Radice plays Bob, a guy without any seeming motive or backstory to explain why he appears to be a zombie himself, why he has no home, and why his best option for a place to sleep is in the backseat of a car belonging to a guy who hates him. The rest of the movie is about a priest’s suicide opening a gate to hell and besieging a few folks around town (including another English journalist named Peter; apparently a Fulci theme), but Radice’s scenes don’t seem to have any connection to any of that. Then the guy who owns the car sees him, and despite being a seemingly reasonable man and upstanding citizen, he immediately shoves Radice’s head into a goddamn power drill. Don’t get me wrong, it’s an awesome scene, but you could cut the end credits or maybe the production company logo out of the film and it would have more of a narrative impact than if any of this stuff was removed.

The drill scene is one of two great gore highlights in the film. The other finds a girl suddenly puking up her insides. And I mean all of em: her intestines, her spleen... it all comes up, as a young Michele Soavi looks on in horror. Again, not quite sure what the scene has to do with anything (no one else has this reaction, sadly) but also again, it’s fucking awesome.

The story itself is fine. I like that it takes place on the “ruins of Salem” (Massachusetts), since Salem was never destroyed. Fulci apparently liked my home state; his House by the Cemetery (itself with a memorable character named Bob) also took place there. This led to my being confused by a joke; when the heroes discover that everyone in the cemetery where the priest killed himself is coming back to life, Peter says “Luckily he didn’t hang himself in Arlington!”. There is a MA town called Arlington (it’s where I lived before I moved to LA), so I thought he was inexplicably referring to it, but then my buddy explained he meant the Arlington National Cemetery. Yeah, I’m dumb.

This movie also has the most inexplicable ending in horror movie history. Our heroes escape the pit or whatever the hell they are stuck in for the finale, and as they do, they see a little kid named John-John (who kept loosely fitting into the plot throughout the film) standing a hundred feet or so away. They call to him, and he begins to run over. Suddenly, our heroes scream! Why? No idea. Fulci cuts back to the kid and everything looks normal to me, but there’s a freeze-frame and then the movie ends. Huh? Anyone catch what we’re supposed to be afraid of here, exactly?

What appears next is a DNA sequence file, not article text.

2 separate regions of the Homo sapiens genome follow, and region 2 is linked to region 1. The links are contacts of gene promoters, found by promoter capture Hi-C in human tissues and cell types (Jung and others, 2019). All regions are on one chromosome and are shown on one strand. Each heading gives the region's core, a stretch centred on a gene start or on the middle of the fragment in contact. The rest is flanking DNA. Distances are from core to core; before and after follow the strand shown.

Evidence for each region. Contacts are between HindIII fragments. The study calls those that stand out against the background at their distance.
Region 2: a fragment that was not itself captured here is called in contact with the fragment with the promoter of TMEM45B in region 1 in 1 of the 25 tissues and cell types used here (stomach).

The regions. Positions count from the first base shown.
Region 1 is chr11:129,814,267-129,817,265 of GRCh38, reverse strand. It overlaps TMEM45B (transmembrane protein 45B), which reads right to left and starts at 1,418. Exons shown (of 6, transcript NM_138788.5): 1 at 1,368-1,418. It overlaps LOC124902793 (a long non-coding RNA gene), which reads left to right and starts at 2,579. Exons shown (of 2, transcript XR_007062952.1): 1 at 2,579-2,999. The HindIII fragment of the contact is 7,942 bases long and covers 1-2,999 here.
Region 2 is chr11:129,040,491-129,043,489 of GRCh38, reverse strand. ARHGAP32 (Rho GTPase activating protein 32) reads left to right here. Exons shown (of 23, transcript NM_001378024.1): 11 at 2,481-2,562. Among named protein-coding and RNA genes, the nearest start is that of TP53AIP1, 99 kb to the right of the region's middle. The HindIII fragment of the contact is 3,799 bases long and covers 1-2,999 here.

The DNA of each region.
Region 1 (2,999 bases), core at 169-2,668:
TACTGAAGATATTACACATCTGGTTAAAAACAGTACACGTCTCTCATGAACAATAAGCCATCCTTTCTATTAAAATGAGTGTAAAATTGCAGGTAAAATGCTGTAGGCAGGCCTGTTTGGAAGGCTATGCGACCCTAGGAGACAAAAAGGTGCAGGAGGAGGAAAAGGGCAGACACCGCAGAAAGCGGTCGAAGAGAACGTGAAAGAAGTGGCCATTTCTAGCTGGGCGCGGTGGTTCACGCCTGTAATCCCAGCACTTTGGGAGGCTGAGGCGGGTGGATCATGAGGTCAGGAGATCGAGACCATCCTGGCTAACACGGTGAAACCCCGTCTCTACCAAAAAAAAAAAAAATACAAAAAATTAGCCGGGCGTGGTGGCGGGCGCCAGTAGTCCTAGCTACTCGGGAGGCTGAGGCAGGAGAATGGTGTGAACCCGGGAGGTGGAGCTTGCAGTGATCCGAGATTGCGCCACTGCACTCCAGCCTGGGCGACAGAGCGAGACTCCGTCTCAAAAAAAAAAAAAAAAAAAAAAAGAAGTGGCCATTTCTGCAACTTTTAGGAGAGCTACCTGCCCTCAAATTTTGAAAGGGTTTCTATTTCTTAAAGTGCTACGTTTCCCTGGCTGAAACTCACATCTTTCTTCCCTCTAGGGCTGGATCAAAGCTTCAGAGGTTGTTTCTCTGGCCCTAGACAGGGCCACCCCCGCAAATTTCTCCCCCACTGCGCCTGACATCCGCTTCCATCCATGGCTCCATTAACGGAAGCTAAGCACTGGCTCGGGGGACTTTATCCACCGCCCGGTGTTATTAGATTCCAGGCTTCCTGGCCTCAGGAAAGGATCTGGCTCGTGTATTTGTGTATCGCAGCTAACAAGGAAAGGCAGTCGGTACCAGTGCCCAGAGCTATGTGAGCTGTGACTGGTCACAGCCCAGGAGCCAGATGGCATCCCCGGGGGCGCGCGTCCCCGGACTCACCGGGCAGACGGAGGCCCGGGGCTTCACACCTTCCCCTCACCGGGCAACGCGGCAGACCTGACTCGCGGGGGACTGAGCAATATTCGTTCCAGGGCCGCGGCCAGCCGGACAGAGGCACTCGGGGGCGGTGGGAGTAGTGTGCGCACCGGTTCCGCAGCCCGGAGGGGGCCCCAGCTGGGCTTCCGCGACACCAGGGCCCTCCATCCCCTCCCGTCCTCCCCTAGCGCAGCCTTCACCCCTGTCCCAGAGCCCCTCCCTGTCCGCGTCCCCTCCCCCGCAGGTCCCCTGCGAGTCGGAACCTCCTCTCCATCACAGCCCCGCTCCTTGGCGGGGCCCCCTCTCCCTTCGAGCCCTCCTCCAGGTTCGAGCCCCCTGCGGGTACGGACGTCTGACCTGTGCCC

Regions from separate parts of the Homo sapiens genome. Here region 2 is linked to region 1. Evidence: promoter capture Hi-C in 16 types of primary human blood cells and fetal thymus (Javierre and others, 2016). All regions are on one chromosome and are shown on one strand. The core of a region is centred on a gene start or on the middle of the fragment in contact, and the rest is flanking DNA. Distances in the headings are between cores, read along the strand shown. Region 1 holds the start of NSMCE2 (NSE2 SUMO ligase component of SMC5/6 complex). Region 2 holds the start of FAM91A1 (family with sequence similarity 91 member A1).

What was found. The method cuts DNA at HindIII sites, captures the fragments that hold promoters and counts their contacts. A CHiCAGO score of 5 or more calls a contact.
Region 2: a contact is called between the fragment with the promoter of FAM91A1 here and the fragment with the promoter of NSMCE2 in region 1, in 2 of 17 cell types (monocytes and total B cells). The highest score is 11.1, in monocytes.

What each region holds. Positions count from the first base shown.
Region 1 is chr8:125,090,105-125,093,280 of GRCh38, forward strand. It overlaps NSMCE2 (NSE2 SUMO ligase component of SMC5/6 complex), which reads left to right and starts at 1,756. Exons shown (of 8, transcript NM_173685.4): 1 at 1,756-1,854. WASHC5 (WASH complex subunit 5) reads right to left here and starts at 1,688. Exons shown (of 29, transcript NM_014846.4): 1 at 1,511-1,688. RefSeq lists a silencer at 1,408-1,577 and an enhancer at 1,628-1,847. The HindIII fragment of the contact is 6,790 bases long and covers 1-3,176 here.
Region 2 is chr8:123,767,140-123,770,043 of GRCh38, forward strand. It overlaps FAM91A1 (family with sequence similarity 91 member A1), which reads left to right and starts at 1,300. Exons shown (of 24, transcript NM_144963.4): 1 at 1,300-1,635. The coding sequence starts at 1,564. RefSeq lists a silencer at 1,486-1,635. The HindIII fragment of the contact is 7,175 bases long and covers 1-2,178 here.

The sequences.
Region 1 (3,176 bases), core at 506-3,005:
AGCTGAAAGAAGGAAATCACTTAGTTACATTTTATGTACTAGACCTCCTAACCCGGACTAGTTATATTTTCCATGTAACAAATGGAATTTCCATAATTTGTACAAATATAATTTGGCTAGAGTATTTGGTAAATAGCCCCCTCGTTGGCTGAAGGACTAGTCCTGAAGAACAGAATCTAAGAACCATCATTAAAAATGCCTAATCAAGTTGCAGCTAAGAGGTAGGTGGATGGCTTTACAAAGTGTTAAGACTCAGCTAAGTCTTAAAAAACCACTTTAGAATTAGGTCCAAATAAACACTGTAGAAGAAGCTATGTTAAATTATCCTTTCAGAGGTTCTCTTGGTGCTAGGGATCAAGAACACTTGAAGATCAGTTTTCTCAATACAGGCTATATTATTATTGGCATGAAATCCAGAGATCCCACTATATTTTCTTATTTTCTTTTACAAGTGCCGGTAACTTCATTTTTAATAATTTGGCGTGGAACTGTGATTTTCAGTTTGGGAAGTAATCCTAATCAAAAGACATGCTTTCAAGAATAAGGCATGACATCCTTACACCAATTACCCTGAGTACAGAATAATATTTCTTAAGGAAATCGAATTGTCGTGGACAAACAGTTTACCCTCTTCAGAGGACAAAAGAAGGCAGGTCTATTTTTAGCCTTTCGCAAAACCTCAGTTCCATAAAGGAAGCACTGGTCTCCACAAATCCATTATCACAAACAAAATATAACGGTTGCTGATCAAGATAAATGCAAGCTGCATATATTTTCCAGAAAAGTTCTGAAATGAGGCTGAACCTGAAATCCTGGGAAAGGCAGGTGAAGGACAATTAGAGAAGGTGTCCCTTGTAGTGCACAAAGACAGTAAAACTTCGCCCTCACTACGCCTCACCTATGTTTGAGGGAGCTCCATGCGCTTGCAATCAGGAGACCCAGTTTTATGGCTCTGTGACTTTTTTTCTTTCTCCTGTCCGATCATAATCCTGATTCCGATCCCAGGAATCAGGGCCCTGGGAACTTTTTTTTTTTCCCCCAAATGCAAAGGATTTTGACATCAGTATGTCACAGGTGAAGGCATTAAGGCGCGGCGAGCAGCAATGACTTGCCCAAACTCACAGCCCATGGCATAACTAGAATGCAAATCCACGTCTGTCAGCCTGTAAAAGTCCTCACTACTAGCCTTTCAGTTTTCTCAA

Oh well, good movie.

What say you?


Non Canon Review: Zombi (1979)

OCTOBER 30, 2008


The funny thing about Lucio Fulci’s Zombi (aka Zombie, aka Zombi 2, aka probably like nine thousand other titles) is that this was the third or fourth time I have gone to see it in theaters and the only time I managed to stay awake. At the recent all nighter at the Bev, I think I saw maybe 12 minutes of it (luckily, 3 of those were the zombie vs. shark scene). So even though The Beyond, which I had never seen in its entirety, was the last movie of the night (and thus most susceptible to my narcolepsy), I am glad Zombi was first, because I’m pretty sure it was my first complete viewing since I was 15.

See, Suncoast had this “dump bin” of budget titles, and one night I bought Zombi (called Zombi 2 on that VHS release), in an early attempt to “see more classic horror movies”, the very thing that led to my starting HMAD some 11-12 years later. And the back of the tape sold it as a sequel to Dawn of the Dead, so I was intrigued. And then annoyed, because I watched it and realized it had no relation to Romero’s film. Of course, this was like 1995, so I couldn’t just hop on the IMDb or Wikipedia and find out what the fuck was going on (especially since I didn’t have a computer at all until 1997). I was thinking about this a lot last night; it’s weird to think how relatively little time has gone by and yet my whole movie-watching experience has changed. Used to be, I’d watch the movie and be done with it, unless I happened to know of a Fango article in one of the issues I had. Now I watch the movie, the commentary, the deleted scenes, a making of, and then go online and read more trivia and such on the IMDb and Wiki, then read a few other reviews... it takes a lot of time to watch a movie!

Anyway, despite not having a goddamn thing to do with Dawn (which, we all know now, was never the intent anyway), it’s a fun zombie movie, and one of Fulci’s better films. It’s certainly the most coherent of the ones I’ve seen (which are sadly few, though now that I’m pretty much done with going through Argento, I’ll move on to Fulci), and while slow at times, has some top notch setpieces and amazing makeup effects to marvel at.